I'm reading the notes here and have a doubt on page 2 ("Least squares objective" section). The probability of a word $j$ occurring in the context of word $i$ is $$Q_{ij}=\frac{\exp(u_j^Tv_i)}{\sum_{w=1}^W\exp(u_w^Tv_i)}$$

The notes read:

Training proceeds in an on-line, stochastic fashion, but the implied global cross-entropy loss can be calculated as $$J=-\sum_{i\in corpus}\sum_{j\in context(i)}\log Q_{ij}$$

I'm not clear on how the calculation of the "implied global cross-entropy" is done. Can someone clarify that or link a reference / source where the explicit calculation is done? Or at least give a starting hint so I can do the calculation on my own?


As the same words $i$ and $j$ can occur multiple times in the corpus, it is more efficient to first group together the same values for $i$ and $j$: $$J=-\sum_{i=1}^W\sum_{j=1}^WX_{ij}\log(Q_{ij})$$

where $X_{ij}$ is the total number of times $j$ occurs in the context of $i$ and the value of co-occuring frequency is given by the co-occurence matrix $X$. This much is clear. But then the author states that the denominator of $Q_{ij}$ is too expensive to compute, so the cross entropy loss won't work.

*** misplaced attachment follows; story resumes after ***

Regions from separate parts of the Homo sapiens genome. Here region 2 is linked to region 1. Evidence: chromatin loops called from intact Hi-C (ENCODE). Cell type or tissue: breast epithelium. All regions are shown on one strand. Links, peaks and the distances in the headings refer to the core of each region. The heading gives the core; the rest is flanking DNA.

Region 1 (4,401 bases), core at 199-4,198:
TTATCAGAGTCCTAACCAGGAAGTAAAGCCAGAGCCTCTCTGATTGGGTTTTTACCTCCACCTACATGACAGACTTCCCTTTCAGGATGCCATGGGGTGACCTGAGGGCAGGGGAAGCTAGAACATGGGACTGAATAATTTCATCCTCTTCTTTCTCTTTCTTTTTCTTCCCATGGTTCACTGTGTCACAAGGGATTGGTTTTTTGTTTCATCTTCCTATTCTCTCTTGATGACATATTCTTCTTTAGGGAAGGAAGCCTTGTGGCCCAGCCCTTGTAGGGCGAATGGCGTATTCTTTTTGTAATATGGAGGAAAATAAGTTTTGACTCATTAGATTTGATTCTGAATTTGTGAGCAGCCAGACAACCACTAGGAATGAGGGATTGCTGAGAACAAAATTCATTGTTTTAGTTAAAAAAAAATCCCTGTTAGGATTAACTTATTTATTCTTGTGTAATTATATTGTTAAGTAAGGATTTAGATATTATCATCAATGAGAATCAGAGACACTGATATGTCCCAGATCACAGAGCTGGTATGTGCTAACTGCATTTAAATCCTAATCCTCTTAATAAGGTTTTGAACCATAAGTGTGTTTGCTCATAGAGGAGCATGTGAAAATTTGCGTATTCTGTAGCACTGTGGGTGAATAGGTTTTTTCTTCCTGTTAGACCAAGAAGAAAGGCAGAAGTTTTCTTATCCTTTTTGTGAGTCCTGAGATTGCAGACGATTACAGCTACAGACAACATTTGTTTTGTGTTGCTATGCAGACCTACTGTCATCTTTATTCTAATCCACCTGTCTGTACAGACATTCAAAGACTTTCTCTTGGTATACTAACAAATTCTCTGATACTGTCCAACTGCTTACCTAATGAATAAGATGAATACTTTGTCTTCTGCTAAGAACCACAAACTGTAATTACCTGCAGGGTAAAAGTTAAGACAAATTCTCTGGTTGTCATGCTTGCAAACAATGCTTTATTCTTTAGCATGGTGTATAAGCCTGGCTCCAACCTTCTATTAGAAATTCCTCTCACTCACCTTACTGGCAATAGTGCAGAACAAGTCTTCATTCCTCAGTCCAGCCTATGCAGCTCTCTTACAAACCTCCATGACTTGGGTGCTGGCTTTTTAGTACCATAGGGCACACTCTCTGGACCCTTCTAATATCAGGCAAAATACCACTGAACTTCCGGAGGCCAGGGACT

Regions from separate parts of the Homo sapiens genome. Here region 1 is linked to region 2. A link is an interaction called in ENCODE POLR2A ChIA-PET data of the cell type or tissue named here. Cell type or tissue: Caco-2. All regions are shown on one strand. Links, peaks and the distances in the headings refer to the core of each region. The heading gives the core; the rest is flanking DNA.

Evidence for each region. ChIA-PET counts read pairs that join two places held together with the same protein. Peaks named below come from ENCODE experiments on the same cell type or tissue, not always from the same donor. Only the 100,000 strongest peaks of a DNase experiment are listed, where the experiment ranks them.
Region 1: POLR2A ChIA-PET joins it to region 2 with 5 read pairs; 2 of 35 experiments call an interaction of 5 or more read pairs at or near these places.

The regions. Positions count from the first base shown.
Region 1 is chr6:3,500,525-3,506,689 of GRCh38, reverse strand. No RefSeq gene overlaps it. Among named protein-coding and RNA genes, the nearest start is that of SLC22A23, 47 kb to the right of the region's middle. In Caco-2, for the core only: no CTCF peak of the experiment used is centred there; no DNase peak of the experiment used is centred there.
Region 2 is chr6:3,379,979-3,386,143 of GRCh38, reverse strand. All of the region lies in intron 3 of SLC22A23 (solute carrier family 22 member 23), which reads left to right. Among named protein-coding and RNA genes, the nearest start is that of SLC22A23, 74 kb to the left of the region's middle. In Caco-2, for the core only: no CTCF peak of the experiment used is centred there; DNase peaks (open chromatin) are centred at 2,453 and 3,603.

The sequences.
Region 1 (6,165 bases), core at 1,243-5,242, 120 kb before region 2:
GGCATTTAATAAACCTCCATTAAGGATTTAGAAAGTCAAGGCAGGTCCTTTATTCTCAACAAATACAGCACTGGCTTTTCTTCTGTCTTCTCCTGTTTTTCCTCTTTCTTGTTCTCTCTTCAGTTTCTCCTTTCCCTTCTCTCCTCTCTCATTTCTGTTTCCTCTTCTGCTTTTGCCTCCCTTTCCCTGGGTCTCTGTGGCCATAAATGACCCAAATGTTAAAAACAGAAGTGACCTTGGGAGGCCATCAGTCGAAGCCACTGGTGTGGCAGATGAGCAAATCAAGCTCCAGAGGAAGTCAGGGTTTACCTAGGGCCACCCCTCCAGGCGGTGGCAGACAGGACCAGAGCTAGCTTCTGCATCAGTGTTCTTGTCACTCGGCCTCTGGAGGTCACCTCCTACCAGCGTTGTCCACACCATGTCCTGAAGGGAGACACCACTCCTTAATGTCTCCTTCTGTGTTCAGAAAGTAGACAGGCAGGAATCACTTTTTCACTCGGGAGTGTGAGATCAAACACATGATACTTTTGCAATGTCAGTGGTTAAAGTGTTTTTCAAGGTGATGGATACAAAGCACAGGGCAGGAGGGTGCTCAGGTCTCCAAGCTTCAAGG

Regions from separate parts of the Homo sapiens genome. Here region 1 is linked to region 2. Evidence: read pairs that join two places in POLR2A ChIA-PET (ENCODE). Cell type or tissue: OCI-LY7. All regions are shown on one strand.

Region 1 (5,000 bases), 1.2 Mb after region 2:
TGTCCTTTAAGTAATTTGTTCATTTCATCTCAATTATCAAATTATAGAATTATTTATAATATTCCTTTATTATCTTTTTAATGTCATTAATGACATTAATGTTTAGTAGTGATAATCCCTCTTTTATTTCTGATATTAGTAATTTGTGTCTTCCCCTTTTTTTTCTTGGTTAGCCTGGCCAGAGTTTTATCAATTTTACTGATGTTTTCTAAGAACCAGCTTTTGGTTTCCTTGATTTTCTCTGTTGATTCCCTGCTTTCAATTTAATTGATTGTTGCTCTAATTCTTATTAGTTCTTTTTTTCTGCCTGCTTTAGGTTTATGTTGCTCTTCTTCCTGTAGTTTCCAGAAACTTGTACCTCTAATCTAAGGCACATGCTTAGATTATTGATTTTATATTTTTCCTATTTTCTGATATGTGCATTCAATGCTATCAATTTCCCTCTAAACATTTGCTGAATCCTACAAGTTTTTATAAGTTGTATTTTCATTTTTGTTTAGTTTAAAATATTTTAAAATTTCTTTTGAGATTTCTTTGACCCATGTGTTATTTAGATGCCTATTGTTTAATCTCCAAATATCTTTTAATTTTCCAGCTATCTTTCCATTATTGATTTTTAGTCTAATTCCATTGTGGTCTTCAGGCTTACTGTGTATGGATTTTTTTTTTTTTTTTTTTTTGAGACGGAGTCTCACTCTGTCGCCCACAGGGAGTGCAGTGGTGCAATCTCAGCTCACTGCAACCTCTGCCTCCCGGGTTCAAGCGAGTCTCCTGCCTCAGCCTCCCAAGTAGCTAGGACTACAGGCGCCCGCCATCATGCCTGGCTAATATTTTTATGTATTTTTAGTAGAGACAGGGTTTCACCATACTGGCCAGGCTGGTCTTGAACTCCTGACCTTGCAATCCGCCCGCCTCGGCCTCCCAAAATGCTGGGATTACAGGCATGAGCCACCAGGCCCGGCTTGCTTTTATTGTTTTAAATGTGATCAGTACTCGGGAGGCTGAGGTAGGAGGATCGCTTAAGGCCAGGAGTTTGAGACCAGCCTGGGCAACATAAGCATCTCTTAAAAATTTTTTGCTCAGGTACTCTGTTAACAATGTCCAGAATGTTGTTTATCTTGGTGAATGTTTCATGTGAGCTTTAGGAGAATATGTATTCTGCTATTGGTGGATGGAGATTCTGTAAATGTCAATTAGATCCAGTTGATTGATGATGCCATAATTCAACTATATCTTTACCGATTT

Instead, we use a least square objective in which the normalization factors in $P$ and $Q$ are discarded: $$\hat J=\sum_{i=1}^W\sum_{j=1}^WX_i(\hat P_{ij}-\hat Q_{ij})^2$$ where $\hat P_{ij}=X_{ij}$ and $\hat Q_{ij}=\exp(u_j^Tv_i)$ are the unnormalized distributions.

$X_i=\sum_kX_{ik}$ is the number of times any word appears in the context of $i$. I don't understand this part. Why have we introduced $X_i$ out of nowhere? How is $\hat P_{ij}$ "unnormalized"? Is there a tradeoff in switching from softmax to MSE?

(As far as I know, softmax made total sense in skip gram because we were calculating scores corresponding to different words (discrete possibilities) and matching the predicted output to the actual word - similar to a classification problem, so softmax makes sense.)


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